CWLA 2002 Legislative Agenda
Younger Americans Act
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- Support the Younger Americans Act (S. 1005/H.R. 17).
The Younger Americans Act would provide new resources to ensure all youth have access to opportunities and experiences they need to become contributing members of society. This bipartisan legislation was introduced in 2001 by Senators James Jeffords (I-VT), Edward Kennedy (D-MA), Ted Stevens (R-AK), Christopher Dodd (D-CT), and Max Cleland (D-GA), and Representatives George Miller (D-CA), Marge Roukema (R-NJ), Benjamin Gilman (R-NY), Bob Clement (D-TN), and Jack Quinn (R-NY).
The bill authorizes $5.75 billion over five years ($500 million in FY 2003) to support community-based efforts to provide young people ages 10-19 with access to five core youth development resources:
Among the many types of activities that communities could fund under the Younger Americans Act are:
- ongoing relationships with a caring adult,
- safe places with structured activities,
- access to services that promote healthy lifestyles,
- opportunities to acquire marketable skills, and
- opportunities for community service and civic participation.
The Younger Americans Act targets youth who face greater challenges, including youth placed in correctional facilities and other out-of-home residential settings, youth who live in areas with high concentrations of poverty, youth who live in rural areas, and youth who are at higher risk due to a history of abuse, neglect, or disconnection from family or school.
- character development,
- youth centers and clubs,
- camps and programs outside of school hours,
- risk-avoidance programs,
- academic and cultural enrichment,
- youth entrepreneurship,
- community service,
- civic participation activities,
- training or group counseling, and
- referrals to state certified counselors to provide services.
The legislation also contains specific provisions for involving youth in planning, implementation, and evaluation decisions by requiring that one-third of the federal and local decisionmaking councils called for in the bill comprise people age 21 and younger.
The United States has no national federal policy to promote positive youth development. Existing federal initiatives for young people either attempt to fix problem behavior, such as drug abuse, teenage pregnancy, and delinquency, or are education-based. Too many children and youth grow up without adequate family and community support or the opportunity to build productive futures.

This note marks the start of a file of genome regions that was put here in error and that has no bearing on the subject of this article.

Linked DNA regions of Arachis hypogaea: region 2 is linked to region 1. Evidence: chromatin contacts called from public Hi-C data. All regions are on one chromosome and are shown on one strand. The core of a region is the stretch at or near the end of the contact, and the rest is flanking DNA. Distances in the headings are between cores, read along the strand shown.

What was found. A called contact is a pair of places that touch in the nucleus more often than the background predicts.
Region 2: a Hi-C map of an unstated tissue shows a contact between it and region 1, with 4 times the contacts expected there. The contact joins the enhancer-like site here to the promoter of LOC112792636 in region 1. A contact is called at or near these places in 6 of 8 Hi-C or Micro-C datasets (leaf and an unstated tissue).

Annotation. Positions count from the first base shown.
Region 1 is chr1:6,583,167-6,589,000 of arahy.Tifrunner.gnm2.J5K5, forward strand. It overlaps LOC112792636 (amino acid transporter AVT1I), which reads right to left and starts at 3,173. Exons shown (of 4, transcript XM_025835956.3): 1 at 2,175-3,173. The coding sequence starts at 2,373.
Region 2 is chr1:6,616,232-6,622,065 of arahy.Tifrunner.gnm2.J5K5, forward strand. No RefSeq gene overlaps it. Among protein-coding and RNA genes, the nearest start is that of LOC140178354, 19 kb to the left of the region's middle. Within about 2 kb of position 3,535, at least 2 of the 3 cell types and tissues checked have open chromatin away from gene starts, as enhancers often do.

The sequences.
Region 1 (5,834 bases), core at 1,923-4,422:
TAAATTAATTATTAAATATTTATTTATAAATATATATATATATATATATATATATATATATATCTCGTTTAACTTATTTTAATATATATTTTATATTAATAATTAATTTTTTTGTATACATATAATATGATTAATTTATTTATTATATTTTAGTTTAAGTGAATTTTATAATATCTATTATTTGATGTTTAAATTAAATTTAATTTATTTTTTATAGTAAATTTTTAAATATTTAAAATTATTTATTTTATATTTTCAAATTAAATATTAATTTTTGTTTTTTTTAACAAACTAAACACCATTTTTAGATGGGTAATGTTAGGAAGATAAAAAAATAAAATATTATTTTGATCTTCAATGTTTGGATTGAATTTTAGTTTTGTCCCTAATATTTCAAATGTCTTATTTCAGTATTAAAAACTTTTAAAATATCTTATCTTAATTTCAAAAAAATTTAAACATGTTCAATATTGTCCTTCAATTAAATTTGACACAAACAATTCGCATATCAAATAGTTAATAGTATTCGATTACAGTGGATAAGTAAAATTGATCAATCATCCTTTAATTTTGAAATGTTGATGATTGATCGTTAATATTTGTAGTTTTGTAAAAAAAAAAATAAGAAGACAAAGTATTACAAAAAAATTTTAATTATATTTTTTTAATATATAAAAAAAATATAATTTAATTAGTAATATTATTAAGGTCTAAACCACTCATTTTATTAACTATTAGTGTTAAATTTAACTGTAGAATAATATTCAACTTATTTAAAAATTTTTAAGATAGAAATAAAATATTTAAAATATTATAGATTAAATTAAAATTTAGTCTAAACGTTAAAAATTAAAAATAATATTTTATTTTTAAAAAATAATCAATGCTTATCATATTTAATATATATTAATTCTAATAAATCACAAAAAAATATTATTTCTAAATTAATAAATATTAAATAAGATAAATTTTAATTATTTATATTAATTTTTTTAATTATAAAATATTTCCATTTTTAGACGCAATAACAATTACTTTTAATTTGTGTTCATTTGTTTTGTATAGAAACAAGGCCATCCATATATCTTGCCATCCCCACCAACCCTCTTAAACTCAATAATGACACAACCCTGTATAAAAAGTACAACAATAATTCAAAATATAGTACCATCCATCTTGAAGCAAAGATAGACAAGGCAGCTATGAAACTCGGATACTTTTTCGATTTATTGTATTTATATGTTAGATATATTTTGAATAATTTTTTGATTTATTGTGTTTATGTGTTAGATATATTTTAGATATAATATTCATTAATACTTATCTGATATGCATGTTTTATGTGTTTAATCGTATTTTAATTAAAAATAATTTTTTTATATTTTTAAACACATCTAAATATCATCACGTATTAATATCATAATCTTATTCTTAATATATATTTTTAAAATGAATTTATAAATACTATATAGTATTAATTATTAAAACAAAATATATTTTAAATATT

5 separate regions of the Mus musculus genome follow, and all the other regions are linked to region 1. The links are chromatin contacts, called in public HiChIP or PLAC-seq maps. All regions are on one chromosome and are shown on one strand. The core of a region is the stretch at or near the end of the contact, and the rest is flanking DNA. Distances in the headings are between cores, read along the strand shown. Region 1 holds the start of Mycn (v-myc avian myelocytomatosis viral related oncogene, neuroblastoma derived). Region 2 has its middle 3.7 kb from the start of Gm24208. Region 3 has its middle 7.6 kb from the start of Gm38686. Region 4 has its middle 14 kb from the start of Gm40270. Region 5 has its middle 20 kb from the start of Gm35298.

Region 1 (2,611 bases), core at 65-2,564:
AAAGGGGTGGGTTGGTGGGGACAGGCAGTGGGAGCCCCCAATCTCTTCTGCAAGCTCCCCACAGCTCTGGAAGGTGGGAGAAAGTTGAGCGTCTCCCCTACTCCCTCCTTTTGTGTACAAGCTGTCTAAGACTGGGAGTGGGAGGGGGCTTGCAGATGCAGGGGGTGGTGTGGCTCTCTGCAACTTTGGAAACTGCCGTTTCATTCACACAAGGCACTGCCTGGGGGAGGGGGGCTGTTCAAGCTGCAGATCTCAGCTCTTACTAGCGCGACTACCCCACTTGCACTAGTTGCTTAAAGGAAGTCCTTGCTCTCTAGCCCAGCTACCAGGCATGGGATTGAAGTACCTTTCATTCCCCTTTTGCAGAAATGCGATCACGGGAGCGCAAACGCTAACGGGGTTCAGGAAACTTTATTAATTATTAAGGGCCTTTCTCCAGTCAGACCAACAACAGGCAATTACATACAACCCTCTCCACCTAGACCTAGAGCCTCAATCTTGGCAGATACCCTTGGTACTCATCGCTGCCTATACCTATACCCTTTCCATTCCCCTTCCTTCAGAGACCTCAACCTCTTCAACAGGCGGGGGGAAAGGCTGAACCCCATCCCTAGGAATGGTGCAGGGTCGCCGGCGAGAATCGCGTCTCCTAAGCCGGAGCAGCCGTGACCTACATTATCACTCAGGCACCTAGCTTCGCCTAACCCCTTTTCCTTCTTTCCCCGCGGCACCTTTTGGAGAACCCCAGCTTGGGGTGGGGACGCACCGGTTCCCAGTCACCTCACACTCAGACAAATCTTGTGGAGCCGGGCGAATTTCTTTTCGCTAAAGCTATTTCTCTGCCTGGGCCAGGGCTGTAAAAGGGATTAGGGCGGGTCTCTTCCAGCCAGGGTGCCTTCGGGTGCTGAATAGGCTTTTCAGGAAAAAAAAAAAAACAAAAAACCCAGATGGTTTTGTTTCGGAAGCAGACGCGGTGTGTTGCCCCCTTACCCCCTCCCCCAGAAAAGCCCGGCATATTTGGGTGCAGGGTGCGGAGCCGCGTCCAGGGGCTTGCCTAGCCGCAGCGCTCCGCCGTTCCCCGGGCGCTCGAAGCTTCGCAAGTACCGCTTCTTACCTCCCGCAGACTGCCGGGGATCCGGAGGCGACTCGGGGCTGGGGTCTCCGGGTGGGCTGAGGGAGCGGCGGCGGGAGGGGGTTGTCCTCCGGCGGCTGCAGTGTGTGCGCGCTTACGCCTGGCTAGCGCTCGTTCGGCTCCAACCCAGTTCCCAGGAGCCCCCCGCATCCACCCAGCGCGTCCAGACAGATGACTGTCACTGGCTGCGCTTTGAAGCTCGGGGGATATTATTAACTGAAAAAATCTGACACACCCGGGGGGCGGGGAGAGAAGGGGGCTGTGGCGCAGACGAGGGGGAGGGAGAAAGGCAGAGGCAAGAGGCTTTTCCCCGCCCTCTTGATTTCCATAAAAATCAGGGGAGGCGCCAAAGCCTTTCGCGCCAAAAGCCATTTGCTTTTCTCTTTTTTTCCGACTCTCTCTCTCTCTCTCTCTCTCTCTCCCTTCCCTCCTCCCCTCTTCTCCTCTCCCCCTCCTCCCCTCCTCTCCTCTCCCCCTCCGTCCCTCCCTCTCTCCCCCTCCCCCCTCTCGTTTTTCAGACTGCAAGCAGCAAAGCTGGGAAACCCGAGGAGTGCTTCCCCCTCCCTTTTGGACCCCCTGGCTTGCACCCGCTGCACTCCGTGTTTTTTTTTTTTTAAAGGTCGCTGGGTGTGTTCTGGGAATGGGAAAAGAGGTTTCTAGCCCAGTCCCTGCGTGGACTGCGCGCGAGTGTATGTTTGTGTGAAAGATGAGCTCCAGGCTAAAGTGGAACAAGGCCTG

Young people must have real-life options before they make harmful decisions. Without improved resources, young people with the fewest options are the ones most likely to resort to violence and display other problem behaviors.
- Approximately eight million children under age 14 spend time without adult supervision on a regular basis. 1
- Children without adult supervision are at significantly greater risk for truancy from school, stress, poor grades, risk-taking behavior, and substance abuse. Children who spend more hours on their own and begin self-care at younger ages are at increased risk for poor outcomes. 2
- The hours of 3:00 PM-6:00 PM on school days are the peak hours for teens to commit crimes, smoke, drink, use drugs, or engage in sexual activity. 3
- The U.S. General Accounting Office estimates that, in 2002, the current number of afterschool programs for school-age children will meet as little as 25% of the demand in some urban areas. 4
- Miller, B.M. (1999). Unpublished findings. Wellesley, MA: National Institute on Out-of-School Time.
- Pettit, G.S.; Laird, R.D.; Bates, J.E.; & Dodge, K.A. (1997). Patterns of afterschool care in middle childhood: Risk factors and developmental outcomes. Merrill-Palmer Quarterly, 43, 515-538.
- Snyder, H.N., & Sickmund, M. (1999). Juvenile offenders and victims: 1999 national report. Washington, DC: Office of Juvenile Justice and Delinquency Prevention.
- U.S. General Accounting Office. (1997). Welfare reform: Implications of increased work participation for child care. (GAO/HEHS-97-95). Washington, DC: Author.
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